A shy, unsentimental, taciturn man, Surtees, after The Horseman’s Manual, would not allow his name to be used in connection with his books. Published anonymously, the Jorrocks sketches were collected in 1838 as Jorrocks’ Jaunts and Jollities. On its appearance the book was completely eclipsed by the greater popularity of Pickwick Papers, which had been published a year before, so much so that friendly critics were forced to defend the author of Jorrocks’ Jaunts and Jollities against charges of plagiarism. The third edition of 1843 contained the fifteen colored plates by Henry Alken which have become the familiar illustrations of this humorous classic. The adventures of Jorrocks were continued in Handley Cross, also published in 1843 but not expanded to its full proportions until 1854. This book, now considered Surtees’ masterpiece, received little attention at the time; the reappearance of Jorrocks as a Master of Fox Hounds gave Surtees every opportunity to ridicule social snobbery and the idea that fox hunting was a fashionable sport to be enjoyed only by the rich. A snobbish age repaid him with its neglect. Jorrocks made his last appearance in Hillingdon Hall, where as a country squire he was allowed to voice Surtees’ own views on agriculture and reform. The election of his hero to Parliament at the end of the novel hints that Surtees may have intended to continue the series with an account of the Cockney grocer in politics. If so, the plan was abandoned. Instead, Hillingdon Hall was followed in 1846 by The Analysis of the Hunting-Field, a collection of sporting sketches of a rather technical nature, and in 1847 by Hawbuck Grange.
Surtees’ first real success came in 1853 with Mr. Sponge’s Sporting Tour. Here the ancient rogue story is transformed into a satirical comedy of manners, with a cast that includes aristocratic bores and wastrels, ambitious social climbers, dishonest horse dealers, patronizing masters of hounds, and the raggle-taggle of the army and the stage. This was the first of Surtees’ books to be illustrated by John Leech, whose drawings for Mr. Sponge’s Sporting Tour and later novels are almost as familiar as the author’s text. The novel had been serialized in the New Monthly Magazine, edited by William Harrison Ainsworth. Ainsworth, eager to print another work by Surtees, had contracted for the publication of “Young Tom Hall, His Heartbreaks and Horses.” Before many installments had appeared, however, Ainsworth printed an advertisement giving Surtees’ name as the author of the new serial. Surtees was angry and Ainsworth tactless; as a result Surtees stopped work on the novel, which promised to be one of his best. Although the book was never completed, it was not a total loss: “Ask Mamma” and “Plain or Ringlets?” contain a few characters and several episodes he was able to salvage for later use. These novels are decidedly inferior to Handley Cross and Mr. Sponge’s Sporting Tour and reveal too plainly the patchwork of their design. Surtees was once more at his best in Mr. Facey Romford’s Hounds, a comic hunting novel and sly satire in which Mr. Sponge and Lucy Glitters, his actress wife, reappear. Surtees did not live to see his last novel in print. At work on an autobiographical work to be called “Sporting and Social Recollections,” he and his wife went to Brighton for a short holiday. He died there on March 16, 1864.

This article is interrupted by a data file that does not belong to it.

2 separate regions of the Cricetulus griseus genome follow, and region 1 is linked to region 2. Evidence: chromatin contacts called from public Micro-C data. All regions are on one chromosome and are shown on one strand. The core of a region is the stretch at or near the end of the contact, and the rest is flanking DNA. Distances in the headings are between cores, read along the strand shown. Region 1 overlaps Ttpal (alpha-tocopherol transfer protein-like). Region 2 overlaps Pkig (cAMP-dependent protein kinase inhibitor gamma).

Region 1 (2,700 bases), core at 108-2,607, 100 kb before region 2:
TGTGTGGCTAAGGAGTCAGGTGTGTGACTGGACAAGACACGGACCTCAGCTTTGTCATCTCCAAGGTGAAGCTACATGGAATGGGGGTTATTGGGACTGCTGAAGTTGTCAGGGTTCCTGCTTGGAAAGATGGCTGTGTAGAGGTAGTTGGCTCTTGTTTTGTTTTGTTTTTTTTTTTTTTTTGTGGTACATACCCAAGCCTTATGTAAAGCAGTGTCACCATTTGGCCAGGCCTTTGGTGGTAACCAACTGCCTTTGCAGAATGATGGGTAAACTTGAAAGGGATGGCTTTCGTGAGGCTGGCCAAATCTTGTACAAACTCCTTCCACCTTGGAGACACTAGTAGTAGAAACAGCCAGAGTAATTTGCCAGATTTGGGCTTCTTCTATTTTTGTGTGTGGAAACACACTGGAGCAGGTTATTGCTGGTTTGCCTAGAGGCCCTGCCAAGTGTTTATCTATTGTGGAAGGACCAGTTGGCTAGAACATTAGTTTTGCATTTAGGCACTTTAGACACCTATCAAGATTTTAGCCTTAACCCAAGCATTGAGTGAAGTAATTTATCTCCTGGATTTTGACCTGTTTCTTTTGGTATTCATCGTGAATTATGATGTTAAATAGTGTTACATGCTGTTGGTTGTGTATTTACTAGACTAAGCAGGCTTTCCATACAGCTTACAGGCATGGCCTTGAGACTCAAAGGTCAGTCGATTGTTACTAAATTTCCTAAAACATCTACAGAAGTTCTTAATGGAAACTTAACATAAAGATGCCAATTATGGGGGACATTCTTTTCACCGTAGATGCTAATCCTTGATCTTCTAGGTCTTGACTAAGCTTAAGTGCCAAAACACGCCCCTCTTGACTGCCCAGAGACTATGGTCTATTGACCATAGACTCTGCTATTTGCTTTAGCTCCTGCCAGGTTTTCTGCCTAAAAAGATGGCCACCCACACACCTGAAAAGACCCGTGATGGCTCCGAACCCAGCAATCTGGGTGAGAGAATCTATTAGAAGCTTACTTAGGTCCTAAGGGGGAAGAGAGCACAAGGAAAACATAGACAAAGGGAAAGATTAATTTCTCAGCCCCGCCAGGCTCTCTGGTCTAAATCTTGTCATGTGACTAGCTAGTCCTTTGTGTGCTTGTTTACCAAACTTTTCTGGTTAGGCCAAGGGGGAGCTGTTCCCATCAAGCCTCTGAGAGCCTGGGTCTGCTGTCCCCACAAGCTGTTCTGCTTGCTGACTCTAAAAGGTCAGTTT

Surtees is not one of the eminent Victorians. His field was limited, and he had no imagination for anything which lay outside his own experience. He knew the town as well as the country, however, and he had seen the agricultural England of his youth transformed by the development of the railway and the growth of factories. Writing of these things, he became what most of the major Victorians, except William Makepeace Thackeray, were not, a social historian and a novelist of manners. His true genius, however, was in creating the comic character; among English novelists he is second only to Dickens in this respect. Jorrocks, in the gallery of great humorous characters, stands only a few notches below Falstaff, Parson Adams, Mr. Pickwick, and Mr. Micawber. Mr. Sponge and Facey Romford are rogues, but their vulgarity and cunning point to the underlying spirit of an age.